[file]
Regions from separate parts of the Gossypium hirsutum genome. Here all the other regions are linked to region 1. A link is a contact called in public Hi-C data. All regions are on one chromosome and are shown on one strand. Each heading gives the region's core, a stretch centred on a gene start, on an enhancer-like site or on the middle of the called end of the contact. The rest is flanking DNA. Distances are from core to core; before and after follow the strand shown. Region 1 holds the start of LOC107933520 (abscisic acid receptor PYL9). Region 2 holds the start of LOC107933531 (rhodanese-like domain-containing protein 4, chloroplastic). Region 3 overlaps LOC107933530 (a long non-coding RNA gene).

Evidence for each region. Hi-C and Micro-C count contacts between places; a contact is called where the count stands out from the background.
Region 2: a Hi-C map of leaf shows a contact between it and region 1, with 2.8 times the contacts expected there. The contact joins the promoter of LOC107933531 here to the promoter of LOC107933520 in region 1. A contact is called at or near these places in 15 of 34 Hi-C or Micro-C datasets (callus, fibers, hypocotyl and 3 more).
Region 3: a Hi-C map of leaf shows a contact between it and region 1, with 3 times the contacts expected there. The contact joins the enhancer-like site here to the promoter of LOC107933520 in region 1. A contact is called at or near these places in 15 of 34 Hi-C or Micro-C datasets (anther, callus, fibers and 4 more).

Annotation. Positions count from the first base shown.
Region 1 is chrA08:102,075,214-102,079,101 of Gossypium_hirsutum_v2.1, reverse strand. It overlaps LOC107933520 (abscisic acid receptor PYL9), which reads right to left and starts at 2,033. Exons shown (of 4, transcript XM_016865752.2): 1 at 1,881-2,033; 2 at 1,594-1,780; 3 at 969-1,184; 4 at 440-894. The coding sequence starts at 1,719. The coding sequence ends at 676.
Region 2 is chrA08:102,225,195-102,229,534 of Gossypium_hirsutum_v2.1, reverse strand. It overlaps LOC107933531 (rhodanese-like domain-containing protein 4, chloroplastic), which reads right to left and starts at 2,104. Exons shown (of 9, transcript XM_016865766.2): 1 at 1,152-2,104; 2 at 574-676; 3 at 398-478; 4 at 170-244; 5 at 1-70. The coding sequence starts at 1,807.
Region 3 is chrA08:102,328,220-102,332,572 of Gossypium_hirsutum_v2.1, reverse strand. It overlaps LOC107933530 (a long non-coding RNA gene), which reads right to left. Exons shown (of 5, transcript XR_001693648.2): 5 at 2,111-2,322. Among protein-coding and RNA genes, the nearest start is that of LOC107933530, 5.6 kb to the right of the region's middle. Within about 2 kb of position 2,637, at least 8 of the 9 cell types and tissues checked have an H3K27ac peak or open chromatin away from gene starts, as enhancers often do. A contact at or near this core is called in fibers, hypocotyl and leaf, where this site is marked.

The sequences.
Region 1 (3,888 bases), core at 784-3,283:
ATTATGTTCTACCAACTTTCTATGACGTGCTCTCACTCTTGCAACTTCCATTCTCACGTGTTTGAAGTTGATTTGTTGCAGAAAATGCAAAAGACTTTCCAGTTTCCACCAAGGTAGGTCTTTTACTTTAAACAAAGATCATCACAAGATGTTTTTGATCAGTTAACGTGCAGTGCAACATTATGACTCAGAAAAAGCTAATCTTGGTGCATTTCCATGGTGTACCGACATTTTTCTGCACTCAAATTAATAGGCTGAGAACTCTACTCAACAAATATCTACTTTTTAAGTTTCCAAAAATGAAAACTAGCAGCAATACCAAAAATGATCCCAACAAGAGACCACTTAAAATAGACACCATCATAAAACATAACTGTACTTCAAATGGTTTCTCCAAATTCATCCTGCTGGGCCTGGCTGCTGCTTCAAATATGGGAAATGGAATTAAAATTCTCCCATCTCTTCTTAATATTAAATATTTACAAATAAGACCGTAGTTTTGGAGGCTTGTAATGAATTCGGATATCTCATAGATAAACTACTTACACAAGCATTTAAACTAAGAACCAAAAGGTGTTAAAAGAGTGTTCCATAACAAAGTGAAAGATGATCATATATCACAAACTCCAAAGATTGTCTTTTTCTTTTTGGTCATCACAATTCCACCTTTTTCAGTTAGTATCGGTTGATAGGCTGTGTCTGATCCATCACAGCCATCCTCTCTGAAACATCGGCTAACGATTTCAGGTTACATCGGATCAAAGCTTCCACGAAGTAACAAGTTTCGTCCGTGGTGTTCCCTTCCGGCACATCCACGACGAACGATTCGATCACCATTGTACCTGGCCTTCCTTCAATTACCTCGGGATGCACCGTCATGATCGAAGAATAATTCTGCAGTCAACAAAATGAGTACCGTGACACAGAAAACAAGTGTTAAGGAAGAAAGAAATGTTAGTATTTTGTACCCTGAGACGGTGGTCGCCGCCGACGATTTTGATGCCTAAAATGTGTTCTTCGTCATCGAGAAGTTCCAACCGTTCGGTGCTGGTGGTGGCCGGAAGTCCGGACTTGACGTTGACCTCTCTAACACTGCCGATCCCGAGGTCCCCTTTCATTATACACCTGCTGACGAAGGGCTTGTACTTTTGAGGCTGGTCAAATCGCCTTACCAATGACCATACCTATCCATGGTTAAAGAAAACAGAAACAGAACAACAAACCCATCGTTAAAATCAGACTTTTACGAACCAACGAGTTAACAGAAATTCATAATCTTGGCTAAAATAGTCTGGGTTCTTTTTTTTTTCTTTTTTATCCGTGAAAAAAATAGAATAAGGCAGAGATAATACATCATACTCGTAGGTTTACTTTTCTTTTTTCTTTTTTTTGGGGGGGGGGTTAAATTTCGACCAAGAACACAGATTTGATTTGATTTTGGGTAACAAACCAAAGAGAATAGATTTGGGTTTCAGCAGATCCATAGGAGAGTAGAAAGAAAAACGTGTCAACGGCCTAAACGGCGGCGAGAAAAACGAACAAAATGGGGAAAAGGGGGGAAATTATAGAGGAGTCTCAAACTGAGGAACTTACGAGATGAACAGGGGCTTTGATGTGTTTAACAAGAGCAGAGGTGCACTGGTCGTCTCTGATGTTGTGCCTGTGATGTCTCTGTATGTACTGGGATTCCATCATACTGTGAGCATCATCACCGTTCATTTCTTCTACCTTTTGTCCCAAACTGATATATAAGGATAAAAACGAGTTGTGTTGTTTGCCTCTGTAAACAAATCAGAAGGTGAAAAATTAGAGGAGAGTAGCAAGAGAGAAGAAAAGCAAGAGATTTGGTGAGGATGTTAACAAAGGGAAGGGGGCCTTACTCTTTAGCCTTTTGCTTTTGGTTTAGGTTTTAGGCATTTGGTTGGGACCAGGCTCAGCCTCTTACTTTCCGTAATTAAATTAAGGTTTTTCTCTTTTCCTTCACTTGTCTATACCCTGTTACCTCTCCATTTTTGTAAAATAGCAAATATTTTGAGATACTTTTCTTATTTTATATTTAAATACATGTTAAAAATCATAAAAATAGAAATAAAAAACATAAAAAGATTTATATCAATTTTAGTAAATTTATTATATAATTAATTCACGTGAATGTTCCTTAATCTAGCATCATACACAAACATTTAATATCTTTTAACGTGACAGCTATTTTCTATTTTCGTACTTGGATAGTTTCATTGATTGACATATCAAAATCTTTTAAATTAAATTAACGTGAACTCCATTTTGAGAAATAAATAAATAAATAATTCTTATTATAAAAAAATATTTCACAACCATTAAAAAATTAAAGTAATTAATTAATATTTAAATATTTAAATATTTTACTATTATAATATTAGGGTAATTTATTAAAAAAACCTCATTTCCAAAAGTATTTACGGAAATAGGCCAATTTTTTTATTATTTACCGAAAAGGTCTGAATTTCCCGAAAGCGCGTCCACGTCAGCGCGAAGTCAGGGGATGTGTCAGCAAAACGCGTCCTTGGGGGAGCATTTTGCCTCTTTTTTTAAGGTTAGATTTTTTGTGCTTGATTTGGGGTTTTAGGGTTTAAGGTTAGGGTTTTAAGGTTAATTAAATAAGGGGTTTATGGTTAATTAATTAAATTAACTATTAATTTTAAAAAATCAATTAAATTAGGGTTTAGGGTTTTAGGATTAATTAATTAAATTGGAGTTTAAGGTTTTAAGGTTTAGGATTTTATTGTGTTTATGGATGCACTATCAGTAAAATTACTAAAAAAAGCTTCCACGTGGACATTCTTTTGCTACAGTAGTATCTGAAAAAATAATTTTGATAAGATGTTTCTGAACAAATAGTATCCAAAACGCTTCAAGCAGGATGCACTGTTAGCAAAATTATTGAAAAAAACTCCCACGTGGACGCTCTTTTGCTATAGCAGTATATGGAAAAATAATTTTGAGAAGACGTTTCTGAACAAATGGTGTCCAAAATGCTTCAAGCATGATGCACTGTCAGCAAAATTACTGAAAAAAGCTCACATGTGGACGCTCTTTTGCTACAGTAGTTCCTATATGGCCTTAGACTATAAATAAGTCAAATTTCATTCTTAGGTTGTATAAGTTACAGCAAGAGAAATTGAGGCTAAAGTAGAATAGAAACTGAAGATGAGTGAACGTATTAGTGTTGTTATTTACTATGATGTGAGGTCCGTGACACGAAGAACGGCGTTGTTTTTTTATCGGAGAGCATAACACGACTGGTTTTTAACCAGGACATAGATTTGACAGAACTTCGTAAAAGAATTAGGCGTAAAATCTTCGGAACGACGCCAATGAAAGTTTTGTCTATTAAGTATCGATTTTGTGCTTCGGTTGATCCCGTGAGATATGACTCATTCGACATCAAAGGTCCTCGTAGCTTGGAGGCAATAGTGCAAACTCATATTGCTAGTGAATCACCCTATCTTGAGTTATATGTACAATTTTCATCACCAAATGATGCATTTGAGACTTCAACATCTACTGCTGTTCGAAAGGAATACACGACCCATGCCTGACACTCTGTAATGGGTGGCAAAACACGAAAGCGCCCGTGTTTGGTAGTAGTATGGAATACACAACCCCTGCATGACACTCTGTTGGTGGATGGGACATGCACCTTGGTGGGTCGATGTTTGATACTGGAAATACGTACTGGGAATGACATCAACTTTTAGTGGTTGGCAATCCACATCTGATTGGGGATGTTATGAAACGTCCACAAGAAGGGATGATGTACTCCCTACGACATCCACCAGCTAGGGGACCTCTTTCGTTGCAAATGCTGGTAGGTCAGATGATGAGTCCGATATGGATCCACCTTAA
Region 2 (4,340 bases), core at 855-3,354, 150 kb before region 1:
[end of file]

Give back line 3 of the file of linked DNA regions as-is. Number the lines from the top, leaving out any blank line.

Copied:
Region 2: a Hi-C map of leaf shows a contact between it and region 1, with 2.8 times the contacts expected there. The contact joins the promoter of LOC107933531 here to the promoter of LOC107933520 in region 1. A contact is called at or near these places in 15 of 34 Hi-C or Micro-C datasets (callus, fibers, hypocotyl and 3 more).